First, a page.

It’s fantastic that there’s this commitment to infrastructure in the CBD, but the problem is before you even get there. For me there are no safe routes to get to the city, let alone when you finally get in there. My commute consists of either Grand Junction Road or Port River Expressway… Both absolute stinkers for cycling (Option C is a +20km detour). Rode to work once along this route, never again. And I’m itching to cycle-commute, stuff traffic!

Florin Dumitru
August 5, 2016 6:04 am

In my opinion an effective way of getting people to ride instead of drive to and from work is by providing tax incentives like some European countries; something like 20-30c/km would see a lot of takers…


Until the work for the Torrens to Torrens upgrade of South Road I used to commute to the city along the Outer Harbor Greenway. Even though they never put in the promised bicycle crossing at South road it was just possible to get across. Now whilst the works are under way there is absolutely no provision for cyclists to cross South Road and the Greenway is now severed, yet another piece of cycling infrastructure that goes nowhere.


I cross at port road, there is a cycle lane. On the way in, most of the time the cars are stationary or moving slowly.

Trevor Butler
August 5, 2016 7:15 am

Trucks, semi trailers, b-doubles and caravans, the latter being by far the worst threat to a cyclists long gevity, should be enough, but the main reason I don’t ride every day is the sharp aggregate used on regional roads along with the broken glass and wire from blown truck tyres, it’s the constant punctures that seem to occur on the ride to work………rarely on the home trip???


The lack of secure covered bike parking in the city and at all main train and tram stops restricts how I use my bike into work and at the weekend.


I’d ride to work except for the logistics of looking presentable when I got there, the weight of what I have to take to/from work each day and unpredictable weather. Riding in the rain can be anywhere from unpleasant to hazardous.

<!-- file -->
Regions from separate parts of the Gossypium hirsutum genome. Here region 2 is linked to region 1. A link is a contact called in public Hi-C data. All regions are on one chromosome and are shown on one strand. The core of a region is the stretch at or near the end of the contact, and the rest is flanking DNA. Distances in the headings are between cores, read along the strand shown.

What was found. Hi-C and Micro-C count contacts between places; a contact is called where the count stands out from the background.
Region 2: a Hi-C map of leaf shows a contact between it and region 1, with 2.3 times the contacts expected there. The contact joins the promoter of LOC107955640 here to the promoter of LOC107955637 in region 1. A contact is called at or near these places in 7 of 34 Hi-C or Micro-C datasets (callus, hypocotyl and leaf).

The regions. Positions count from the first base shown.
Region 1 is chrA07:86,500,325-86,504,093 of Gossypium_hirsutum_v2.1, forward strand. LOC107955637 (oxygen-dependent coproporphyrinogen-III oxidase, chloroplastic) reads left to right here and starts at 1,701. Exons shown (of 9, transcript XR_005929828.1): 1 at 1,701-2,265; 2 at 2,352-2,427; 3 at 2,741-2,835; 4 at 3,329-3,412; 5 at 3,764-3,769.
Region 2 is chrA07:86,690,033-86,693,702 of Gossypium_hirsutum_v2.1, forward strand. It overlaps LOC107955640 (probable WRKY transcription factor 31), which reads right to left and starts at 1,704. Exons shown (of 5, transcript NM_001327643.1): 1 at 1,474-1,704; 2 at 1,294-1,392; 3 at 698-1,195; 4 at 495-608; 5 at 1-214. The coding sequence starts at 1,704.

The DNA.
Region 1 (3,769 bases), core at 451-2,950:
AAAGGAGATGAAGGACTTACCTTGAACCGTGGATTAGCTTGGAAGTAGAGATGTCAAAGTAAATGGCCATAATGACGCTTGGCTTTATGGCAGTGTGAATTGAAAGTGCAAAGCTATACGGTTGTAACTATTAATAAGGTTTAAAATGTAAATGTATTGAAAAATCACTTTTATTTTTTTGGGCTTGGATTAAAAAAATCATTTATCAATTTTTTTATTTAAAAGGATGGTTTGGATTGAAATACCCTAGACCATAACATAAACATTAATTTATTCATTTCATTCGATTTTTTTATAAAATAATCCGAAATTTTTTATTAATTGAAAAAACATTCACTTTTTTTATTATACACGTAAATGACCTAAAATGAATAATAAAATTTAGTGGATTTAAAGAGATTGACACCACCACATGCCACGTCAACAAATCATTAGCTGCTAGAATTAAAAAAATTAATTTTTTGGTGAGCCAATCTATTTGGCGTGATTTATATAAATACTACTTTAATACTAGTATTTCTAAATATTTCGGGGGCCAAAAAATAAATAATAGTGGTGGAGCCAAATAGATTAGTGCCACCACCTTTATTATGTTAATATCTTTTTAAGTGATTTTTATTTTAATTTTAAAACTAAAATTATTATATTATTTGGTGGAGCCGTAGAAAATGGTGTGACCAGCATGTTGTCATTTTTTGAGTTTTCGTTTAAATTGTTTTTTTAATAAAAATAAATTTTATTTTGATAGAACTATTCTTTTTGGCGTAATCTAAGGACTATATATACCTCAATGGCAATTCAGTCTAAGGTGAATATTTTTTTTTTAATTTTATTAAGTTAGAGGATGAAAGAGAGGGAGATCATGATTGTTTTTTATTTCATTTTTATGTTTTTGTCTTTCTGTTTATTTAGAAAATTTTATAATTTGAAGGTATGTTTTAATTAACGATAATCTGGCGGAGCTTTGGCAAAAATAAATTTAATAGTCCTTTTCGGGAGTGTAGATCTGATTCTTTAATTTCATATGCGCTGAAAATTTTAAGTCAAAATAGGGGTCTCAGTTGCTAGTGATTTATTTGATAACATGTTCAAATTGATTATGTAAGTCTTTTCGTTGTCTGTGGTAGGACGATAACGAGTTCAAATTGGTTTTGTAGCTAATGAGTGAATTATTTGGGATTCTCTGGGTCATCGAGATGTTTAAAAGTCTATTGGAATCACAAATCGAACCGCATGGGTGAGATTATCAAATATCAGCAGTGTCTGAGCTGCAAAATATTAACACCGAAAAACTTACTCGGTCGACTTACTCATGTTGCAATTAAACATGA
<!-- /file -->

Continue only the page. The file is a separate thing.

Jacobus van Hoof
August 5, 2016 10:51 am

Barriers between cyclists and vehicles. Plus cycling is not viable timewise unless ask main roads that are most direct have separate cycling lanes. Also give cyclists a10 sec priority over cars at all traffic lights. Safer and gives people sitting in their cars more incentive to ride. All these take time but slowly a citys mentality changes toward cycling over other forms of transport. I dream to live somewhere like that.


Riding home from work isn’t an issue (40km via Southern Expressway track), however getting ‘to’ work is only an issue as far as not having shower facilities at work, and not possible to install one indoors. So I’m getting a plumber to set up an external shower at the side of the building and I will fabricate a simple fence/screen – once done, should solve the problem.


The roadworks on South rd Darlington. Endless debris in the cycling lane is so unsafe. Mud, rocks/stones, metal, foliage. At times have to merge out of the debris that is in the bikelane and into 70km traffic that don’t follow the 1.5 metre rule – especially buses and trucks. Why can’t the contactors, council and state government keep the bikelanes on both side of South Rd clean and safe. No other options to get safely into FMC.